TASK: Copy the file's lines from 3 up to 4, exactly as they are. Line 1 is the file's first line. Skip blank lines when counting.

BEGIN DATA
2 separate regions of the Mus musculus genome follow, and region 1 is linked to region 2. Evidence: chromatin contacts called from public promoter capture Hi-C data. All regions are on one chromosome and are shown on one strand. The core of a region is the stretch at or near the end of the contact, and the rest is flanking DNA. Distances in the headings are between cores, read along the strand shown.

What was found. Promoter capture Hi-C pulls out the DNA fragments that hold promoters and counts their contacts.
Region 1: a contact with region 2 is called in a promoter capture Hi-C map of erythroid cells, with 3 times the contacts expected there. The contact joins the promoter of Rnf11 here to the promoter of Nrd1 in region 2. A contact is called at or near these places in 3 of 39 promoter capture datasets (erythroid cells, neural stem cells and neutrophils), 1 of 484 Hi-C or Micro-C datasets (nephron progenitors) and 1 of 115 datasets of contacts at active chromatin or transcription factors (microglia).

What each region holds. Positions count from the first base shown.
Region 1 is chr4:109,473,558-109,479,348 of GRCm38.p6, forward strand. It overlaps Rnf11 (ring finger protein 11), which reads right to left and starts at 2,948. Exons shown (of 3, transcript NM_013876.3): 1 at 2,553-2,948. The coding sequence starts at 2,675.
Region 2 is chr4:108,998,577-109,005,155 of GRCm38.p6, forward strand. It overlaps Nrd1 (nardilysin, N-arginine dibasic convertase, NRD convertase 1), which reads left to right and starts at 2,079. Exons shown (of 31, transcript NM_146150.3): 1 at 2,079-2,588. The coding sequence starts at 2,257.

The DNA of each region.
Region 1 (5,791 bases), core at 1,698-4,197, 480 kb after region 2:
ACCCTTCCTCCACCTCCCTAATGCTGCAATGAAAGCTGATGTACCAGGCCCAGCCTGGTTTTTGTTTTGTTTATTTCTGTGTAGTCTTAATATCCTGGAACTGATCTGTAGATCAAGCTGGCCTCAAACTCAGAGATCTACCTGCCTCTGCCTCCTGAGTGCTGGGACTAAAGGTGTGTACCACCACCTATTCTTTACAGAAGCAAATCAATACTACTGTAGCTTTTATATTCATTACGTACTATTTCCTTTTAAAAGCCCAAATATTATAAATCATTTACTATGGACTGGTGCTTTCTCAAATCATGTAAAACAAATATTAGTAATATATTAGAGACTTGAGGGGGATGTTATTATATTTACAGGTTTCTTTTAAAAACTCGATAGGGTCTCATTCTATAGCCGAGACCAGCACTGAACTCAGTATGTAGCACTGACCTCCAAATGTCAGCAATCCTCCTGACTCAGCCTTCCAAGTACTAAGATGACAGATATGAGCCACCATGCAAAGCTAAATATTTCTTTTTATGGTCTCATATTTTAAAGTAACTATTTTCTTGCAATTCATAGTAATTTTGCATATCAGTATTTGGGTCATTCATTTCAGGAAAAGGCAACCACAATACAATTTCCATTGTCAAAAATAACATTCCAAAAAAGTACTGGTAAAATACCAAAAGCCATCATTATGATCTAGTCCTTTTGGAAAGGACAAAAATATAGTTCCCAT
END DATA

Region 1: a contact with region 2 is called in a promoter capture Hi-C map of erythroid cells, with 3 times the contacts expected there. The contact joins the promoter of Rnf11 here to the promoter of Nrd1 in region 2. A contact is called at or near these places in 3 of 39 promoter capture datasets (erythroid cells, neural stem cells and neutrophils), 1 of 484 Hi-C or Micro-C datasets (nephron progenitors) and 1 of 115 datasets of contacts at active chromatin or transcription factors (microglia).

What each region holds. Positions count from the first base shown.